Methods in transport geography


Emmanouil Tranos

University of Bristol, Alan Turing Institute
e.tranos@bristol.ac.uk, @EmmanouilTranos, etranos.info

Transport geography: quantitative dimension

  • Empirical data

  • Data analytics

  • Applied science: improve the efficiency of movements / spatial constraints

  • Why in this unit?

Transport geography: key elements

  • Distance

  • Accessibility: the capacity of a location to be reached by, or to reach different locations

  • Spatial interaction: movement of people, freight or information between an origin and destination

  • Transportation and land use models

Source: Rodrigue (2020)

Source: Rodrigue (2020)

Graph theory, aka network analysis

  • Abstraction

  • Represent the structure not the appearance

  • Terminal = node

  • Node (vertex)

  • Link (edge)

  • Sub-graph - Loop (buckle)

  • Planar graph

  • Non-planar graph

  • Cycle, circuit

  • Tree \((e = v-1)\)

Source: Rodrigue (2020)

Graph theory, aka network analysis

  • \(\beta = e / v\), where \(e\) is the number of links & \(v\) the number of nodes

  • \(Gamma\) AKA network density (number of liks / maximum number of links)

    • planar: \(\gamma = \frac{e}{3(v-2)}\)

    • non-planar: \(\gamma = \frac{2e}{v(v-1)}\)

Graph theory, aka network analysis

  • Degree centrality

  • Eccentricity: the distance from a given node to the farthest node from it in the network

  • Shimbel index, or nodal accessibility, or Fareness (see Lecture 3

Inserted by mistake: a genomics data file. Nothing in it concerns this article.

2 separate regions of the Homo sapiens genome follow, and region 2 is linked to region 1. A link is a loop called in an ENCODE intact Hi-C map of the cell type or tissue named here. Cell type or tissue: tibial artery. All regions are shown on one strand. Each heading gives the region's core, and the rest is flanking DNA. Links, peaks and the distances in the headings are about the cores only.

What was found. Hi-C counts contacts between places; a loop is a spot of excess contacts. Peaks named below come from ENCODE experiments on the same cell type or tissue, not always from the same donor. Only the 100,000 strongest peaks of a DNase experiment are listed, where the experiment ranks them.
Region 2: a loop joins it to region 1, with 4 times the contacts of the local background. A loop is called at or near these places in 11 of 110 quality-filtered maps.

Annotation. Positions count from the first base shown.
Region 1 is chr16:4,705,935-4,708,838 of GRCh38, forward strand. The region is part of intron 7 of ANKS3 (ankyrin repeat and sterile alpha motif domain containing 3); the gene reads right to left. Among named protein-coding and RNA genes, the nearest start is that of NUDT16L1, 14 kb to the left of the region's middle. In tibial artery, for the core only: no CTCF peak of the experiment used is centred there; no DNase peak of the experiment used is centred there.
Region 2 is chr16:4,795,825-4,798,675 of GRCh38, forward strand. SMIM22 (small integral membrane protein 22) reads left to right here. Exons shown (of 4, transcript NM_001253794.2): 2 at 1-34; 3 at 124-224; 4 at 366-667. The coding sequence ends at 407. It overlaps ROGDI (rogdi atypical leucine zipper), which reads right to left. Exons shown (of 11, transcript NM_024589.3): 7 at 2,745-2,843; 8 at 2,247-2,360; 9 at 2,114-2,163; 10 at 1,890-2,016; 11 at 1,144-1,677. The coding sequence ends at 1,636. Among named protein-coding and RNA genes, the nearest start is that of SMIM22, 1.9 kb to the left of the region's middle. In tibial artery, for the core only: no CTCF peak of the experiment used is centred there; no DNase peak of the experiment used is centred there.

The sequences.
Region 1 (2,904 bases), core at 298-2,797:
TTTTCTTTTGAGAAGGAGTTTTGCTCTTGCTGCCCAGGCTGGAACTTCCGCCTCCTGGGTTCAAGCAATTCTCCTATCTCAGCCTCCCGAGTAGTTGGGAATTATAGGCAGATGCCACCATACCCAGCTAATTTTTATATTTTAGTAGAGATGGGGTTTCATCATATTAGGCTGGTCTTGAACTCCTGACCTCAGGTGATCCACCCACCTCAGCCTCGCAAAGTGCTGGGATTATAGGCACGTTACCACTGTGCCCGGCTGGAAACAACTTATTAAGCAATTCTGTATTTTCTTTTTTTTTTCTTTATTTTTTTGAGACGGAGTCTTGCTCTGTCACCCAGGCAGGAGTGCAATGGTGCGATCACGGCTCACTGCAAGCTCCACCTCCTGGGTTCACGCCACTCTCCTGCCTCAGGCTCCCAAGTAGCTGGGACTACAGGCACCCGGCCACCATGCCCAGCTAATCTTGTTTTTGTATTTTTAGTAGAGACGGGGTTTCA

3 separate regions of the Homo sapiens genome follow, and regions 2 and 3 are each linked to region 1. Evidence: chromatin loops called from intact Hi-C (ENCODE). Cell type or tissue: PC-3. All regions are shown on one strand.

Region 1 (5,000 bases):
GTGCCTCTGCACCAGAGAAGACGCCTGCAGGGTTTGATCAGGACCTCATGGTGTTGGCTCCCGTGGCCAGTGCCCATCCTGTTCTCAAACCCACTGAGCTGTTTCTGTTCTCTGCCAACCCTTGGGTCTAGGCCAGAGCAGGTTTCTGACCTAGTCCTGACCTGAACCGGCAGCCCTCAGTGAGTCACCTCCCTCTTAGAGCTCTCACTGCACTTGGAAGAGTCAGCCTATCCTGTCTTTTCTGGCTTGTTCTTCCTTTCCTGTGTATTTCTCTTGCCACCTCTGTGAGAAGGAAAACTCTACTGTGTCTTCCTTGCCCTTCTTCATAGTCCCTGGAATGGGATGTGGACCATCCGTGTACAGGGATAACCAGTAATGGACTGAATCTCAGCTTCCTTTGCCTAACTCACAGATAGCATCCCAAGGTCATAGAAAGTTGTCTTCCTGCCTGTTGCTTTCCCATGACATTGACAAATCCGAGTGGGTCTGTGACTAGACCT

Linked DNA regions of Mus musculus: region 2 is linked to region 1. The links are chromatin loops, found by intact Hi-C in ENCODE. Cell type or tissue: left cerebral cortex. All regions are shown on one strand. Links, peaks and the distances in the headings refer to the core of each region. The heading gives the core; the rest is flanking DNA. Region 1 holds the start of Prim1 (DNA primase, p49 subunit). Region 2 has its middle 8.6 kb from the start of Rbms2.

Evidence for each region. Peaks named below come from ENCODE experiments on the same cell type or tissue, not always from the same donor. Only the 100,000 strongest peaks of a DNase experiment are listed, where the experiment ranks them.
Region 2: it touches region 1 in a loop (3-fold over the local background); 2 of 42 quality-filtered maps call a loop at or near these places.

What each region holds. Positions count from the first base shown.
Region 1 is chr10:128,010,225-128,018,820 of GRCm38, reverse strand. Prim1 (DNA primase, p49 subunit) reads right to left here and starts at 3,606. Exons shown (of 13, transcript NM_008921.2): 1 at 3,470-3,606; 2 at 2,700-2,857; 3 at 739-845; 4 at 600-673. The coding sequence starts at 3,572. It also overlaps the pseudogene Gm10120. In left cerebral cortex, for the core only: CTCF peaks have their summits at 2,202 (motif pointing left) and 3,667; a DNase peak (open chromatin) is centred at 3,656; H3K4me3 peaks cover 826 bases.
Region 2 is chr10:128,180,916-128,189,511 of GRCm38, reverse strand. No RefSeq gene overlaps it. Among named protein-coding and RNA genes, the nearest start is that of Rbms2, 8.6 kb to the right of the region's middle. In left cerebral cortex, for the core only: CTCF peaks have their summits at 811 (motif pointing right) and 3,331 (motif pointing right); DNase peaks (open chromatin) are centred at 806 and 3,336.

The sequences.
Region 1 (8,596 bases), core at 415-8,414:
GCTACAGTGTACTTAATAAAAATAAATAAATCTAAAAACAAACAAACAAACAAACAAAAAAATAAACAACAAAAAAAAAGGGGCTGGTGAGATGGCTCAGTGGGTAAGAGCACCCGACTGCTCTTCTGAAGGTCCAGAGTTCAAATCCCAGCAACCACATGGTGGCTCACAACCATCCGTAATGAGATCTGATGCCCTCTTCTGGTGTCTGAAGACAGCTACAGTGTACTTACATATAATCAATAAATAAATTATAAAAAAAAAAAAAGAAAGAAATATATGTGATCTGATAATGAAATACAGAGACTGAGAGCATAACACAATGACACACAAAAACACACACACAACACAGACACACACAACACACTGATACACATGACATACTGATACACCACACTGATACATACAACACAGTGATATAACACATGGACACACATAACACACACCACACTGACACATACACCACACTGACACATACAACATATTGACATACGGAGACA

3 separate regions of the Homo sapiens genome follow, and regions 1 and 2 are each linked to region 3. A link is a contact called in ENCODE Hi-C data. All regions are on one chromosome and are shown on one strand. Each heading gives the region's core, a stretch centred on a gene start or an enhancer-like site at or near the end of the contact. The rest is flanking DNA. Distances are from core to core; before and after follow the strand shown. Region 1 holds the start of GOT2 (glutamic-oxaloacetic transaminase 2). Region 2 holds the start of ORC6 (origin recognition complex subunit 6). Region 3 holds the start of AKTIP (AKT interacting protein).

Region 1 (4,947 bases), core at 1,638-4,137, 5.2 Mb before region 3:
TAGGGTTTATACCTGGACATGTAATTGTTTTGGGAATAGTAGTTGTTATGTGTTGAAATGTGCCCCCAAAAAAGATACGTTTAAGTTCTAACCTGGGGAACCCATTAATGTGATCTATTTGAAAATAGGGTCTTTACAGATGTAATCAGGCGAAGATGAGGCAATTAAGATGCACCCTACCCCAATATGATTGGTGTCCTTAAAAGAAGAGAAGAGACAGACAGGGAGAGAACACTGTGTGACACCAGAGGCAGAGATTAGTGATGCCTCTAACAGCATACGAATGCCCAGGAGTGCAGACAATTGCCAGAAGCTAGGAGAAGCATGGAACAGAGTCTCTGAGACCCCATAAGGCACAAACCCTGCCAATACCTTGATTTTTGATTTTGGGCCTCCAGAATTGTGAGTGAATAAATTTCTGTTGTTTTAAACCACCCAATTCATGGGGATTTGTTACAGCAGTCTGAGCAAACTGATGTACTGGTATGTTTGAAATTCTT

• \(c_𝑖= \sum_j d_{ij}\)

    • This is a purely topological accessibility metric, remember this for later.

Closeness centrality (from Lecture 3)

  • Which node has the shortest distance to other nodes

  • Instead of focusing on the number of links, the focus turns to the network distances

  • Different definitions:

  • Closeness, \(c_{i} = 1/\sum_{j} d_{ij}\)

  • Fareness, \(c_{i} = \sum_{j} d_{ij}\)

  • igraph calculates closeness

The Gini coefficient

  • Inequality measure

    • 0: perfect equality
    • 1 :perfect inequality
  • Ordered X and Y, cumulative percentage

  • Mostly used for income inequalities, but can be more widely used

  • \(Gini = A / (A + B)\)

Source: Rodrigue (2020)

Source: Rodrigue (2020)

Source: Rodrigue (2020)

The Location Quotient Coefficient

  • Degree of concentration of a certain activities

  • Very common for regional analysis too

  • \(M_{ti}\) is the traffic of a merchandise \(t\) at a terminal \(i\)

  • \(Mi\) is the traffic of all merchandise at a terminal \(i\)

  • \(M_{t}\) is the total of all merchandises of type \(t\) for all terminals, and

  • \(M\) is the total of all types of merchandises for all terminals

The Location Quotient Coefficient




\(LQ = \frac{\frac{M_{it}}{M_i}}{\frac{M_t}{M}}\)